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For week ended January 30, 2000 Posted 24 Feb 2001
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Summarized by Kent Larsen

Big banks queueing on Mormon state's doorstep
London UK Telegraph 24Jan00 B4
By Andrew Cave in New York

SALT LAKE CITY, UTAH -- A Federal law in the United States makes Utah the beneficiary of a strange loophole that allows financial institutions to avoid regulation by the Federal Reserve. The law, passed while former Senator Jake Garn, an LDS Church member, was chairman of the Senate Finance Committee, allows corporations to offer everything a bank offers except checking accounts, but avoid the regulations placed on Banks by the Federal Reserve.

The law was passed in 1987, allowing the creation of "industrial loan corporations." Chartering one of these corporations costs just $500 to arrange, and large U.S. Corporations have taken advantage of the law, and plentiful language skills in Utah from returned missionaries, to set up the corporations and move operations to Utah.

One of these operations is American Express, which issues its Optima credit card from Salt Lake City and has a national call center there. Merrill Lynch and Morgan Stanely both own "industrial loan corporations" in Utah. Volvo, a subsidiary of Ford, is trying to set one up. Currently there are 20 "industrial loan corporations" with $14 billion in assets and 7,000 employees in Utah. As many as 14 more are in the works.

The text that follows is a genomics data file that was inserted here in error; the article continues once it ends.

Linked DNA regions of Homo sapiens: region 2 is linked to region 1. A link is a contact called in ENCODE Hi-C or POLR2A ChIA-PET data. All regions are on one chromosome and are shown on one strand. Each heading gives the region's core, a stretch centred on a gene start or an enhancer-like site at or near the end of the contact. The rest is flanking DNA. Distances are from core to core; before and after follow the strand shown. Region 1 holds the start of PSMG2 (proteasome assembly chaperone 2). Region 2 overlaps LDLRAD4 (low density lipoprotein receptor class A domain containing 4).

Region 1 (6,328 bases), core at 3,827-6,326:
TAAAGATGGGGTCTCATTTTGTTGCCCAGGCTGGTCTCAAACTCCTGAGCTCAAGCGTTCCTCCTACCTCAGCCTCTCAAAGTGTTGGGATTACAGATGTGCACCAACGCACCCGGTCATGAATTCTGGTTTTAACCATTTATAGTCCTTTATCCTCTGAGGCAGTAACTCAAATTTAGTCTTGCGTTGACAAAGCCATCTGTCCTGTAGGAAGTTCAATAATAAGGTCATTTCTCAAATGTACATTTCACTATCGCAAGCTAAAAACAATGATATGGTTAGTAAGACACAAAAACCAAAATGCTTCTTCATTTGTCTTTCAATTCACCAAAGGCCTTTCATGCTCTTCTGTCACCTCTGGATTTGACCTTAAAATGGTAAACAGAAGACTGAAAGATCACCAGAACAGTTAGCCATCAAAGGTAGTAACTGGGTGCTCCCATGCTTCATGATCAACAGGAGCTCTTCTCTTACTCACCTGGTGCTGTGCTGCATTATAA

Returned missionary Garry Cox, of the Utah Department of Financial Institutions, says the benefits are very attractive, "The charter allows you to operate as a bank without having the oversight of the Federal Reserve. This is the only benefit but for a big company it is very attractive. Merrill Lynch found that the Utah charter works well for them because they do not want the Federal Reserve nosing around in their parent company. If Microsoft wanted to come to Utah, they could come here and be exempt. Let's face it. Everyone wants to avoid as much regulation as possible."


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